According to this new notion, the legislator, the law, and the legal sanction, in the double sense that we have recognized in the word sanction, being one single thing considered from various points of the, ethics or the science of morals in humanity, can cone down to a small number of headings:
1. What is the subject-object of the moral law, or, to speak like the jurists, what is the legislator? — The human conscience, the man: we have demonstrated it, in right and in fact, first by the impossibility of relating Justice to an external subject, so holy and venerable as it may be; then by the manifestations of the conscience attesting for itself its legislative authority, manifestations of which theology is only the allegory and worship a symbolism.
2. What does the law desire? — We have already explained it: the respect of man in all of his faculties, the balance of social forces, the free development of the mind, indispensable coefficient of the harmony of the universe.
3. How is the authenticity of the moral law recognized? — By this infallible sign that everything, in the conscience of man and in his thought, and thus in the social order, in the march of the generations and even in nature, is explained by Justice, while without it everything becomes obscure and unintelligible. Moral skepticism has for corollary speculative skepticism; the depravity of the heart leads to the depravity of the understanding.
4. What is the penal sanction attached to the law? — Everything rejoices in man, in society and in nature, when justice is observed; everything suffers and dies, when it is violated.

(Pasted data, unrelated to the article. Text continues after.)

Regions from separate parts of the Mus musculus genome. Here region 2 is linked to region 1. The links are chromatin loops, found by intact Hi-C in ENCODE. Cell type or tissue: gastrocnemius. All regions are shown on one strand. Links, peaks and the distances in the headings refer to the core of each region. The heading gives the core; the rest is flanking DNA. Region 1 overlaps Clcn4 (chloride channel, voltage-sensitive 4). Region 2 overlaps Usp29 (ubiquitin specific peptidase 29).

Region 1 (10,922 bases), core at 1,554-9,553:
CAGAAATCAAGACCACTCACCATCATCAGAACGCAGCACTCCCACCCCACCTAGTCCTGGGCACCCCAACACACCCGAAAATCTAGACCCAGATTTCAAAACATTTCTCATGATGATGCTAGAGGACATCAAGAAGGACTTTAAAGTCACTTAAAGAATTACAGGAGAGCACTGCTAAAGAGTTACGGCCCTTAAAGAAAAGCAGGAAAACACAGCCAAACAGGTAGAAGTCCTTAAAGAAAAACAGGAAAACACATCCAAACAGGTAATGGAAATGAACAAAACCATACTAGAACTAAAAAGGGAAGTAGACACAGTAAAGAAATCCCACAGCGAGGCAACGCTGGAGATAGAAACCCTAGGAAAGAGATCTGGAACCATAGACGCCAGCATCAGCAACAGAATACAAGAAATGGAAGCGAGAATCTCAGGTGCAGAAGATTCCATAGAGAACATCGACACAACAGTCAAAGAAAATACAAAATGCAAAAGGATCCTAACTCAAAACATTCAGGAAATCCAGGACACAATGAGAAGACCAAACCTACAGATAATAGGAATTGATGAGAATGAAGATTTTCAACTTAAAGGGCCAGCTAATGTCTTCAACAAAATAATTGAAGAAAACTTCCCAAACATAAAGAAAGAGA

5. Is that sanction enough, in every case, for the recompense of virtue, the expiation of crime and the correction of error? — YES.
These last three propositions, of which I would make just one, have already in large part received their proof, since it is impossible to reason about the object of a law and its applications without making known its consequences at the same time. So I will limit myself to restate quickly, in the form of general conclusions, what the previous discussion has only indicated in passing.
So the moral sanction, in all spheres where the action of Justice extends, is posed, in general, in the form of a dilemma: certainty or doubt, knowledge or ignorance, liberty or servitude, civilization or barbarism, wealth or poverty, order or anarchy, virtue or crime, progress or decadence, life or death; compensation and punishment always adequate to the work produced, so that the sanction of the law being itself the law, it implies contradiction that it could be judged insufficient.

[working translation by Shawn P. Wilbur]